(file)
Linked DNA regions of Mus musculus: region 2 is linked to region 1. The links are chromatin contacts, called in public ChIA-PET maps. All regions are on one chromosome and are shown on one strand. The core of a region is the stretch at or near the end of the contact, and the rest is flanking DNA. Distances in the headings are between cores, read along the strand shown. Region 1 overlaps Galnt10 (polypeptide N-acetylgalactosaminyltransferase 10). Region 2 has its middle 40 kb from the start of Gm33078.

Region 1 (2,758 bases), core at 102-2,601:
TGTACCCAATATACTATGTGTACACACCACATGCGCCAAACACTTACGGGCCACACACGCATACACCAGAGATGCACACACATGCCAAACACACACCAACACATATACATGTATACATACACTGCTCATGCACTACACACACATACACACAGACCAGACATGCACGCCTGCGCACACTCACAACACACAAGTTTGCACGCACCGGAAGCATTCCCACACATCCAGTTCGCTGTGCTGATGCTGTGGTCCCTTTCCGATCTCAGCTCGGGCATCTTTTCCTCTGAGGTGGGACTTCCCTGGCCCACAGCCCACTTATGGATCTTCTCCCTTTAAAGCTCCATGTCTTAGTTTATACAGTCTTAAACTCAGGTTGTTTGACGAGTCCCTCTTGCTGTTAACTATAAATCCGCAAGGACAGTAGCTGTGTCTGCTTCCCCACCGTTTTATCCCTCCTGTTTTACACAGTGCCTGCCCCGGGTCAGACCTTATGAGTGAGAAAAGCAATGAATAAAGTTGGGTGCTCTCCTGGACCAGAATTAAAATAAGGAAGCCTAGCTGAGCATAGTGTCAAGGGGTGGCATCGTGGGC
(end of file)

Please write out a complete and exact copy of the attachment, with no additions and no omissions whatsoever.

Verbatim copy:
Linked DNA regions of Mus musculus: region 2 is linked to region 1. The links are chromatin contacts, called in public ChIA-PET maps. All regions are on one chromosome and are shown on one strand. The core of a region is the stretch at or near the end of the contact, and the rest is flanking DNA. Distances in the headings are between cores, read along the strand shown. Region 1 overlaps Galnt10 (polypeptide N-acetylgalactosaminyltransferase 10). Region 2 has its middle 40 kb from the start of Gm33078.

Region 1 (2,758 bases), core at 102-2,601:
TGTACCCAATATACTATGTGTACACACCACATGCGCCAAACACTTACGGGCCACACACGCATACACCAGAGATGCACACACATGCCAAACACACACCAACACATATACATGTATACATACACTGCTCATGCACTACACACACATACACACAGACCAGACATGCACGCCTGCGCACACTCACAACACACAAGTTTGCACGCACCGGAAGCATTCCCACACATCCAGTTCGCTGTGCTGATGCTGTGGTCCCTTTCCGATCTCAGCTCGGGCATCTTTTCCTCTGAGGTGGGACTTCCCTGGCCCACAGCCCACTTATGGATCTTCTCCCTTTAAAGCTCCATGTCTTAGTTTATACAGTCTTAAACTCAGGTTGTTTGACGAGTCCCTCTTGCTGTTAACTATAAATCCGCAAGGACAGTAGCTGTGTCTGCTTCCCCACCGTTTTATCCCTCCTGTTTTACACAGTGCCTGCCCCGGGTCAGACCTTATGAGTGAGAAAAGCAATGAATAAAGTTGGGTGCTCTCCTGGACCAGAATTAAAATAAGGAAGCCTAGCTGAGCATAGTGTCAAGGGGTGGCATCGTGGGC